Doing a portrait of someone is very different than taking a picture of them. You can take a bunch of photographs of your family and friends and they will turn out really great, but to do a portrait where the person is actually posing for the camera is a different story. It has to be perfect in every way possible, and you must take a lot of pictures because it may take 20 photos to get one good one that you can use. There are ten important steps to taking a great portrait.
- Background. As you know, portrait is all about someone’s face. So it is important to have a background, which is not interfering with the subject. However, sometimes surroundings may need to be considered to bring out the personality of the subject. For example, if you are taking a photo of a teacher, you may want to take a photo of them in a schoolroom. Including them in the background will establish their identity.
- Light. If you take the portrait in natural light, you have the best chance of getting a great look with the natural colors and skin tones. However, shooting outdoors may be tricky, as you may not be able to control the light in most situations. Don’t pose the subject right in front of the sun, because it causes too much light. For best results, put the subject in such a way that sunlight falls on the face from the side. You may also use reflectors or an external flash to light up some parts of the face. If you are shooting indoor, make sure that you use a soft, evenly distributed light source to light up the subject.
- Aperture. Try different apertures. A wide-open aperture (with a lower number) will blur the background and make the subject stand out. A smaller aperture (with a higher number) will make the whole scene come into better focus. Typically f/2.0 to f/5.0 is good for portraits.
- Focus. When taking portraits, your focus should be your model’s eyes. And it’s not always a smiling face, which makes a good portrait. Try capturing different expressions while keeping the focus on the eyes.
- Angle and Pose. Pose and the angle of the body and face play a key role. Looking straight at the camera with motionless expression can be boring. Maybe it is a sexy expression, a flamboyant look, tilting the chin down or up, turning the head back while walking forward, or sitting and looking up. Experiment with poses and you will get some great portraits.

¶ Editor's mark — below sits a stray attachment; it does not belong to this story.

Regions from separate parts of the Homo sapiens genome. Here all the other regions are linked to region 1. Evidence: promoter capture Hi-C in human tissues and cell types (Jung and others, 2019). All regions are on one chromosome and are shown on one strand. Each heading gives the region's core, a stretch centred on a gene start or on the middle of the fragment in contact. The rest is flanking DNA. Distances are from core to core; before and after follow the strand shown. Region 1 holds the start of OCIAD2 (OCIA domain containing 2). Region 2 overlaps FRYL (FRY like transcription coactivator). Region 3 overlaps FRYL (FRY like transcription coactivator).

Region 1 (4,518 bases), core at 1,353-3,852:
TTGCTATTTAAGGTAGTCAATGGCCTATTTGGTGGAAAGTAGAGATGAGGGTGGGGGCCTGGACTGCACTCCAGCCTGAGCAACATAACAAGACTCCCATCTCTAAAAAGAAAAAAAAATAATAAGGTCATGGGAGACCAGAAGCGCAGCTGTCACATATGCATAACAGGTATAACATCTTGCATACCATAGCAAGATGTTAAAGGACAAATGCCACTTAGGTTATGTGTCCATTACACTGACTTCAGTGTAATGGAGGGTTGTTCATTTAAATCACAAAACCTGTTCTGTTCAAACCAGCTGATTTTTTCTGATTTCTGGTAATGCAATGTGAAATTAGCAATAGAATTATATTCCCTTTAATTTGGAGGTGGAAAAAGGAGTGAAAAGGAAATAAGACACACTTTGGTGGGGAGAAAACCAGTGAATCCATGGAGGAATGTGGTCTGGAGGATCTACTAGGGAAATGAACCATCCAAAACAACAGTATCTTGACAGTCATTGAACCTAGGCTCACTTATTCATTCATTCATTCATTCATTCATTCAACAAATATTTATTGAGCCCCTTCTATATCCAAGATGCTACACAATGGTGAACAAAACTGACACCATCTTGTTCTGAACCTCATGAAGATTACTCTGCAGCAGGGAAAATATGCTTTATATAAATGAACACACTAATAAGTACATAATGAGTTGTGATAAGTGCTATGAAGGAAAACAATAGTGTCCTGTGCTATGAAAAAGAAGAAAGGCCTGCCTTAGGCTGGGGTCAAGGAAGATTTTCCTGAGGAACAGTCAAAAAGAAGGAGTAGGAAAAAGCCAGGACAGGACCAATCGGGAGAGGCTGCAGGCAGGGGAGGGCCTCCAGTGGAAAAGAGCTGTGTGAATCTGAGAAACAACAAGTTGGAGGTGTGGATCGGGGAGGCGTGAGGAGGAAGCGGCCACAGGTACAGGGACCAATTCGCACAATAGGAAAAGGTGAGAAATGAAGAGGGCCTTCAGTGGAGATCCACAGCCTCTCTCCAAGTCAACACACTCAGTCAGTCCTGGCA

- Comfort. For the portrait to look natural and bring out the true personality of your subject, you must make your model comfortable. He or she must feel at home to be free and spontaneous. Make sure you spend some time with your model before starting the shoot to get to know him or her better and also make him or her comfortable. Also, don’t forget to smile and make some jokes or talk about something, which interests the model.
- Take a lot of shots. Unlike with conventional film shooting, your digital photos cost nothing. So why not shoot as many as you can with as many angles, poses, and expressions from your model as possible? Shoot inside, go outside, walk around and shoot, sit in the park and shoot, change outfits, change makeup. Use a lot of creativity. Keep shooting. Your portraits will look more natural.
- Get high or low. Taking a portrait is not always shooting at the eye level. Positioning the camera high or low while keeping the focus on the eyes brings out interesting features and adds different styles to the portraits. So make the model sit, stand up, climb on a ladder or stairs and shoot. Or you go high, climb up, or position your camera high and shoot. You will have more and more interesting options.
- Makeup. Makeup not only covers up blemishes, it may also makes a face glow and look even. Some creative makeup also can be done to give your model a sophisticated or trendy or different type of look based on her personality. It may also make your model feel more confident.
- Get a helping hand. Getting an assistant to hold the reflector or help your model is always a good idea. You may ask your model to bring a friend or family member with him or her who can give a helping hand and make the model more comfortable. You may also hire someone who is experienced for the job. An intern from a local photography school may come in handy.
No matter how you take the portrait, just be sure to be natural and at ease so the model will feel the same way. And take a ton of pictures. They are free, so why not?